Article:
Top Things to do in Malaysia
While Malaysia still feels largely undiscovered that is likely to change. The government’s push to increase tourist numbers will soon draw crowds to the country’s unspoiled beaches, distinct culture of Indian, Chinese and Malay ethnicities, great shopping and inexpensive prices.
Eat Like a Queen
If you like street food, head to the Island of Penang. At hawker stalls in Georgetown try char kuay teow, rice noodles stir-fried with chilies and chives, Nasi Kandar (rice with rich, thick curry) and Beef Rendang, smothered in a spicy, caramelized sauce. If all the eating gets too taxing, treat yourself to a Chi balancing therapy at the magnificent Chi-Spa in the Shangri-La Rasa Sayang Resort. With your ying and yang aligned you’ll be ready for another helping in no time.
The mega-malls of Kuala Lumpur’s Golden Triangle district have all the big international luxury brands, along with some home-grown Malaysian varieties like Bernard Chandran and Jimmy Choo. But what makes the city a spender’s paradise is the coveted trifecta – good quality, great designs, and excellent value. Towards summer’s end, look out for the “Mega-Sale Carnival” when shops across the entire country offer deep discounts.
The 99 Islands
Don’t miss the breathtaking Four Seasons Langkawi, amid 99 lush islands, surrounded by turquoise waters and white-sand beaches. The resort’s 91 beachfront villas and pavilions are the ultimate base to explore the area. Small journeys, like the one between the spa and candlelit Ikan-Ikan restaurant are done by chauffeured golf cart, but the hotel will also arrange further journeys. Zip through the mangrove-framed tributaries keeping your eyes peeled for monkeys. The Langkawi Sky Bridge, hung by cables strung 700 meters above sea level between two gorgeous peaks, is a must-do.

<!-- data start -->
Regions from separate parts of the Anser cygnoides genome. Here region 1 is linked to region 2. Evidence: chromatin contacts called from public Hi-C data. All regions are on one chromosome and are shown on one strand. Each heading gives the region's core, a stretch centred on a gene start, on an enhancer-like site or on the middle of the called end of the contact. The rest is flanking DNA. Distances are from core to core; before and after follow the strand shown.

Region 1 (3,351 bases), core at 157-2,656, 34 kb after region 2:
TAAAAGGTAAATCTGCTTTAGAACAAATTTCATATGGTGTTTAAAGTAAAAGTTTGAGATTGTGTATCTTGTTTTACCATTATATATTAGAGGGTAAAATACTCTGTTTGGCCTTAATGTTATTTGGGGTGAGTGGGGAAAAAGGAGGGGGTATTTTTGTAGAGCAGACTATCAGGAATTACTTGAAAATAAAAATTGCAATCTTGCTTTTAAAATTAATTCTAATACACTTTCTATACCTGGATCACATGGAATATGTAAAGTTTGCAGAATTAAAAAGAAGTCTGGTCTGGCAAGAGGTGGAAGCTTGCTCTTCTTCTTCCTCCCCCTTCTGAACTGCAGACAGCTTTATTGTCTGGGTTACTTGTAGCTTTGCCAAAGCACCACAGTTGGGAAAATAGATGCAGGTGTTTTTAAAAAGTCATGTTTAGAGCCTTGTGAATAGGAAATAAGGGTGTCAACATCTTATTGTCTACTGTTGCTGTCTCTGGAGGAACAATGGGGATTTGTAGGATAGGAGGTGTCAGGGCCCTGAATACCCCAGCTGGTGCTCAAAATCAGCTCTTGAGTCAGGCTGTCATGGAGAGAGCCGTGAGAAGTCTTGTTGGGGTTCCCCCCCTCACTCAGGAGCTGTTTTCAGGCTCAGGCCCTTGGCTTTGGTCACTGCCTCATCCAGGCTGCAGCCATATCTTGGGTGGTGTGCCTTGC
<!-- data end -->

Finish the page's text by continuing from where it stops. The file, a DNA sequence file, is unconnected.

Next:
Explore the Ocean Blue
It may be a challenge to get to, (a hair-raising 90 minute boat ride from the Northeastern mainland) but once you arrive on its coral fringed beaches you’ll wonder why more visitors aren’t there with you. The Perhentian Islands boast some of the best diving – or snorkeling, if that’s more your speed – spots in the world. Numerous charter companies offer day tours to the ultimate coral reefs, and the advantage of the island’s remoteness means if you leave early in day you’ll have them all to yourself.
Kelantan state is the most conservative region, with strict Islamic practices. Venues such as swimming pools are sparse, so this isn’t the place to lounge in your bikini, but it is the best for experiencing authentic Malay culture. A good home base are the private chalets of Pasir Balanda, run by an expat couple who’ve partnered with local neighbors to offer cultural workshops such as batik and kite-making operated in nearby huts. Hop on a loaner bike to explore the jungle-like roadways , where every motorbike you pass comes with a friendly “Hello!” Many of the nearby houses are dishing out incredible Malay food, so do go beyond what the homestay is offering.
Watch the sunrise at 4000 m
It’s a trek just getting to the trail’s base, but hiking Southeast Asia’s highest peak, Mt. Kinabalu in Sabah, Borneo is worth the journey if only for the spectacular sunrise at 4095 metres above sea-level. It takes two days and one night round trip, and you have to be reasonably fit and okay with waking hours before the sun, but otherwise it’s an ideal trek.
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